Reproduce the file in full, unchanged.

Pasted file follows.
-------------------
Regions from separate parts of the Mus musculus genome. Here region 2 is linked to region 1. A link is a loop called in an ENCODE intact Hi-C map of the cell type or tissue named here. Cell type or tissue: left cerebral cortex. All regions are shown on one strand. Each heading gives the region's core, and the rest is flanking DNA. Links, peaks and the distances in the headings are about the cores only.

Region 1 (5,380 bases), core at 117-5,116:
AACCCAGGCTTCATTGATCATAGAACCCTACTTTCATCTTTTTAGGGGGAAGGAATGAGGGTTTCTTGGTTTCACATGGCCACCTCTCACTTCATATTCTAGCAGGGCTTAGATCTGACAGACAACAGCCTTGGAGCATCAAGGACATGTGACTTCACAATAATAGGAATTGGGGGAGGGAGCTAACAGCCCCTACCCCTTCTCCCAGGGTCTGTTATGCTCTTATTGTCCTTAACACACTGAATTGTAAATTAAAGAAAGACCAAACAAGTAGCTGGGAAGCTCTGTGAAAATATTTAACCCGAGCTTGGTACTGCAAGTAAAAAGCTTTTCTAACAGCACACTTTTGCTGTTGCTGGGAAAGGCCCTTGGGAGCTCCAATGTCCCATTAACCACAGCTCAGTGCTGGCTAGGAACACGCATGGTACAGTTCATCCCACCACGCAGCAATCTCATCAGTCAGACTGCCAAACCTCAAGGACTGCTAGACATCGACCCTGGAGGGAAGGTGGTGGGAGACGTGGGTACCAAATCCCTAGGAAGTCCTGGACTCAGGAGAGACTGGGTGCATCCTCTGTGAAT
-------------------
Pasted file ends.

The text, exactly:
Regions from separate parts of the Mus musculus genome. Here region 2 is linked to region 1. A link is a loop called in an ENCODE intact Hi-C map of the cell type or tissue named here. Cell type or tissue: left cerebral cortex. All regions are shown on one strand. Each heading gives the region's core, and the rest is flanking DNA. Links, peaks and the distances in the headings are about the cores only.

Region 1 (5,380 bases), core at 117-5,116:
AACCCAGGCTTCATTGATCATAGAACCCTACTTTCATCTTTTTAGGGGGAAGGAATGAGGGTTTCTTGGTTTCACATGGCCACCTCTCACTTCATATTCTAGCAGGGCTTAGATCTGACAGACAACAGCCTTGGAGCATCAAGGACATGTGACTTCACAATAATAGGAATTGGGGGAGGGAGCTAACAGCCCCTACCCCTTCTCCCAGGGTCTGTTATGCTCTTATTGTCCTTAACACACTGAATTGTAAATTAAAGAAAGACCAAACAAGTAGCTGGGAAGCTCTGTGAAAATATTTAACCCGAGCTTGGTACTGCAAGTAAAAAGCTTTTCTAACAGCACACTTTTGCTGTTGCTGGGAAAGGCCCTTGGGAGCTCCAATGTCCCATTAACCACAGCTCAGTGCTGGCTAGGAACACGCATGGTACAGTTCATCCCACCACGCAGCAATCTCATCAGTCAGACTGCCAAACCTCAAGGACTGCTAGACATCGACCCTGGAGGGAAGGTGGTGGGAGACGTGGGTACCAAATCCCTAGGAAGTCCTGGACTCAGGAGAGACTGGGTGCATCCTCTGTGAAT